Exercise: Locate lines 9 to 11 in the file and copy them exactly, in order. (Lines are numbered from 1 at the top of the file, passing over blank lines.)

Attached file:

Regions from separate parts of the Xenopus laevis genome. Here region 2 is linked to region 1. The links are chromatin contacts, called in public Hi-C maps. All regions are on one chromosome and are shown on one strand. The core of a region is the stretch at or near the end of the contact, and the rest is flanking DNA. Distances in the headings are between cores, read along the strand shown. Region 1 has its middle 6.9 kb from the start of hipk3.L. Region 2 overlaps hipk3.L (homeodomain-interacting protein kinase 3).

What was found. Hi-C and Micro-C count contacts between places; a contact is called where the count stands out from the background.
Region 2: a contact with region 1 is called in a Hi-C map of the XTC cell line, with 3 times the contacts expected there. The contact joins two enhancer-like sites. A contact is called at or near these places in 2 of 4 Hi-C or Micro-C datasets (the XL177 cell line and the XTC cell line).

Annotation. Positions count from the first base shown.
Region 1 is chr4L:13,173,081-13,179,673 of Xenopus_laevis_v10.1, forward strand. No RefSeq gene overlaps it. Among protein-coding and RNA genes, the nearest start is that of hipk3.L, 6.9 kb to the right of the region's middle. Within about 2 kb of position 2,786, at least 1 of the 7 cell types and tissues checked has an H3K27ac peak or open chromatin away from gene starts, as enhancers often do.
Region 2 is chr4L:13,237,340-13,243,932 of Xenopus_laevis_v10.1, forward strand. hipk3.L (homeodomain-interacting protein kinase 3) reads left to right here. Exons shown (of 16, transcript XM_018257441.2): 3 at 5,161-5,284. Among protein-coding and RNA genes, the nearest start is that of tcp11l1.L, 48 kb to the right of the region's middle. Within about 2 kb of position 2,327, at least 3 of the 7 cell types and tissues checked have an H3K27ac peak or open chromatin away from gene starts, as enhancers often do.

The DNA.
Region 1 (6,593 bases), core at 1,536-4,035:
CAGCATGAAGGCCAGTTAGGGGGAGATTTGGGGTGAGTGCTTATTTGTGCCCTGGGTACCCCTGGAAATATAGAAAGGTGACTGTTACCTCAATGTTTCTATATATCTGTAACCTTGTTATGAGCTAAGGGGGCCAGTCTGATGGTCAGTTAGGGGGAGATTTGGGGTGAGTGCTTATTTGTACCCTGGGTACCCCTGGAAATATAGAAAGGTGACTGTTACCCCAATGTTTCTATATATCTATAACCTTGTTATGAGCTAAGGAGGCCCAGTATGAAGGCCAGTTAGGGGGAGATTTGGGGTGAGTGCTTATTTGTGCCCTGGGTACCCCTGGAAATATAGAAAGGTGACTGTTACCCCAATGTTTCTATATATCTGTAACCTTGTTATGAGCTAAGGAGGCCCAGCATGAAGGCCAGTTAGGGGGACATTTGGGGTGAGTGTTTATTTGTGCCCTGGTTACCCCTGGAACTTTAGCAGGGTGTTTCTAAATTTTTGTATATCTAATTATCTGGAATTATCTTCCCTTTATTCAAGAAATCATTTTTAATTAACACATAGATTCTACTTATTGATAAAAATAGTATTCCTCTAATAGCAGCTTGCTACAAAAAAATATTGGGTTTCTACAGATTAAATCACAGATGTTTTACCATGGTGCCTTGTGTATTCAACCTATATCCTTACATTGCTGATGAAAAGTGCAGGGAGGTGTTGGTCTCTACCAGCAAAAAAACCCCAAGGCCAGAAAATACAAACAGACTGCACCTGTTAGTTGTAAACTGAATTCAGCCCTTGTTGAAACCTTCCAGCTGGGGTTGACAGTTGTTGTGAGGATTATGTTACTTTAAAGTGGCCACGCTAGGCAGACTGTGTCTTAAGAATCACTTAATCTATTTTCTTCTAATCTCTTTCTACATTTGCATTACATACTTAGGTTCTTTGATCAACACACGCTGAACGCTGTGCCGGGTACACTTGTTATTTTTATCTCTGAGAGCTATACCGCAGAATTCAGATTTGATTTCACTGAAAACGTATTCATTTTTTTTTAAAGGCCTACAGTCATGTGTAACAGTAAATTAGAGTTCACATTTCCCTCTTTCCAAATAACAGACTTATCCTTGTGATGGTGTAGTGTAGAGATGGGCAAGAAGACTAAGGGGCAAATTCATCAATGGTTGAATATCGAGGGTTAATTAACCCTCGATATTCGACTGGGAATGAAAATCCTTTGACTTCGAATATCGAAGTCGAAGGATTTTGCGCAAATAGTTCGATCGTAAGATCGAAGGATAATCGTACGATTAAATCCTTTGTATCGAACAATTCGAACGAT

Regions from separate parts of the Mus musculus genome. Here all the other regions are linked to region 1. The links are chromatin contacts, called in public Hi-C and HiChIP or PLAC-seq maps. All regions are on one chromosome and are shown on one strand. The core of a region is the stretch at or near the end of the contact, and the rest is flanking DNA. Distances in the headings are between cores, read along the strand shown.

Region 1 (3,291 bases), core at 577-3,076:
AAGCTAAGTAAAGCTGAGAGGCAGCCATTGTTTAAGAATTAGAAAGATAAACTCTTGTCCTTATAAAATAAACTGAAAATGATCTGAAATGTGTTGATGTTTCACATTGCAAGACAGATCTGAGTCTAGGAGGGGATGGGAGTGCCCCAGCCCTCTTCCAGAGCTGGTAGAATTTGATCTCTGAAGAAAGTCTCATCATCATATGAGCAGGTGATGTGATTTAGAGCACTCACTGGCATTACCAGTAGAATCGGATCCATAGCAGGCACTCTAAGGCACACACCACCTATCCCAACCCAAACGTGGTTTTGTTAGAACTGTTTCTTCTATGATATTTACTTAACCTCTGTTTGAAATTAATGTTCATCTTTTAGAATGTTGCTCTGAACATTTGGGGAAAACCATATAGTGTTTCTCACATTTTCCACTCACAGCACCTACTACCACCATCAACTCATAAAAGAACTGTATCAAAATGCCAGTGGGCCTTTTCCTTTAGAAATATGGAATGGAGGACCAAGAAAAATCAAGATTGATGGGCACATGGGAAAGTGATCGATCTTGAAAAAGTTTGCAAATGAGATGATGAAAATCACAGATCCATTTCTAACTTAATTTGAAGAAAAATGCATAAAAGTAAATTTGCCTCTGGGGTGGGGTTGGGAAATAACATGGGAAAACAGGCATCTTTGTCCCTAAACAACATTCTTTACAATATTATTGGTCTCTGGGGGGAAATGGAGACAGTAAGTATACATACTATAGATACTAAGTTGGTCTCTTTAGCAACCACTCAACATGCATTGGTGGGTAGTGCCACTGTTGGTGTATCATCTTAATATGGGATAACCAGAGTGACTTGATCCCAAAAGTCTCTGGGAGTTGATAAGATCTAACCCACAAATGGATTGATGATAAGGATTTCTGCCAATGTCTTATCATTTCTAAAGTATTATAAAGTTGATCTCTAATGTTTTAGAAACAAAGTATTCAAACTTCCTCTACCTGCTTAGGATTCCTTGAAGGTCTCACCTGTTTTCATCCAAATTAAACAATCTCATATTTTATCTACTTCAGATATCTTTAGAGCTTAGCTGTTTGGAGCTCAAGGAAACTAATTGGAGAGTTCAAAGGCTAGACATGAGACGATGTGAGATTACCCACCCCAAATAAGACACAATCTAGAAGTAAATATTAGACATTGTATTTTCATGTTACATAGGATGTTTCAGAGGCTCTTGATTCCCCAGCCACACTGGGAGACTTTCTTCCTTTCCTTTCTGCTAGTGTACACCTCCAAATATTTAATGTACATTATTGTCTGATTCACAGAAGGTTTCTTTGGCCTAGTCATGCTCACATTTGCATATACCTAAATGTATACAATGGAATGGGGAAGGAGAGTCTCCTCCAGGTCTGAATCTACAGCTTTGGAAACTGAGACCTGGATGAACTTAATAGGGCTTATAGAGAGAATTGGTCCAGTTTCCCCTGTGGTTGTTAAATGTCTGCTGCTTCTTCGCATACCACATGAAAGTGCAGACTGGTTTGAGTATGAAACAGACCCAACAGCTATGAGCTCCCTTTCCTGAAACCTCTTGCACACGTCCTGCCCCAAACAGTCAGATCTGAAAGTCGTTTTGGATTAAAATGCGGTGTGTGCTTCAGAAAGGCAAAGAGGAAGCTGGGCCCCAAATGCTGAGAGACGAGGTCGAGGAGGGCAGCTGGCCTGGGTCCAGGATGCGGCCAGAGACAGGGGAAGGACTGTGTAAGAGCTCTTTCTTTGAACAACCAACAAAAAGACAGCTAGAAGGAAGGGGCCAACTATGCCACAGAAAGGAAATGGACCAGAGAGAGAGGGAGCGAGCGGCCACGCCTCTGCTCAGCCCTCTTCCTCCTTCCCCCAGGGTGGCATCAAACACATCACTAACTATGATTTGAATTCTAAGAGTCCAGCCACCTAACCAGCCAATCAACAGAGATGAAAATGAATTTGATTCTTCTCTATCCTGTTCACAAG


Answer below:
CAGCATGAAGGCCAGTTAGGGGGAGATTTGGGGTGAGTGCTTATTTGTGCCCTGGGTACCCCTGGAAATATAGAAAGGTGACTGTTACCTCAATGTTTCTATATATCTGTAACCTTGTTATGAGCTAAGGGGGCCAGTCTGATGGTCAGTTAGGGGGAGATTTGGGGTGAGTGCTTATTTGTACCCTGGGTACCCCTGGAAATATAGAAAGGTGACTGTTACCCCAATGTTTCTATATATCTATAACCTTGTTATGAGCTAAGGAGGCCCAGTATGAAGGCCAGTTAGGGGGAGATTTGGGGTGAGTGCTTATTTGTGCCCTGGGTACCCCTGGAAATATAGAAAGGTGACTGTTACCCCAATGTTTCTATATATCTGTAACCTTGTTATGAGCTAAGGAGGCCCAGCATGAAGGCCAGTTAGGGGGACATTTGGGGTGAGTGTTTATTTGTGCCCTGGTTACCCCTGGAACTTTAGCAGGGTGTTTCTAAATTTTTGTATATCTAATTATCTGGAATTATCTTCCCTTTATTCAAGAAATCATTTTTAATTAACACATAGATTCTACTTATTGATAAAAATAGTATTCCTCTAATAGCAGCTTGCTACAAAAAAATATTGGGTTTCTACAGATTAAATCACAGATGTTTTACCATGGTGCCTTGTGTATTCAACCTATATCCTTACATTGCTGATGAAAAGTGCAGGGAGGTGTTGGTCTCTACCAGCAAAAAAACCCCAAGGCCAGAAAATACAAACAGACTGCACCTGTTAGTTGTAAACTGAATTCAGCCCTTGTTGAAACCTTCCAGCTGGGGTTGACAGTTGTTGTGAGGATTATGTTACTTTAAAGTGGCCACGCTAGGCAGACTGTGTCTTAAGAATCACTTAATCTATTTTCTTCTAATCTCTTTCTACATTTGCATTACATACTTAGGTTCTTTGATCAACACACGCTGAACGCTGTGCCGGGTACACTTGTTATTTTTATCTCTGAGAGCTATACCGCAGAATTCAGATTTGATTTCACTGAAAACGTATTCATTTTTTTTTAAAGGCCTACAGTCATGTGTAACAGTAAATTAGAGTTCACATTTCCCTCTTTCCAAATAACAGACTTATCCTTGTGATGGTGTAGTGTAGAGATGGGCAAGAAGACTAAGGGGCAAATTCATCAATGGTTGAATATCGAGGGTTAATTAACCCTCGATATTCGACTGGGAATGAAAATCCTTTGACTTCGAATATCGAAGTCGAAGGATTTTGCGCAAATAGTTCGATCGTAAGATCGAAGGATAATCGTACGATTAAATCCTTTGTATCGAACAATTCGAACGAT

Regions from separate parts of the Mus musculus genome. Here all the other regions are linked to region 1. The links are chromatin contacts, called in public Hi-C and HiChIP or PLAC-seq maps. All regions are on one chromosome and are shown on one strand. The core of a region is the stretch at or near the end of the contact, and the rest is flanking DNA. Distances in the headings are between cores, read along the strand shown.

Region 1 (3,291 bases), core at 577-3,076: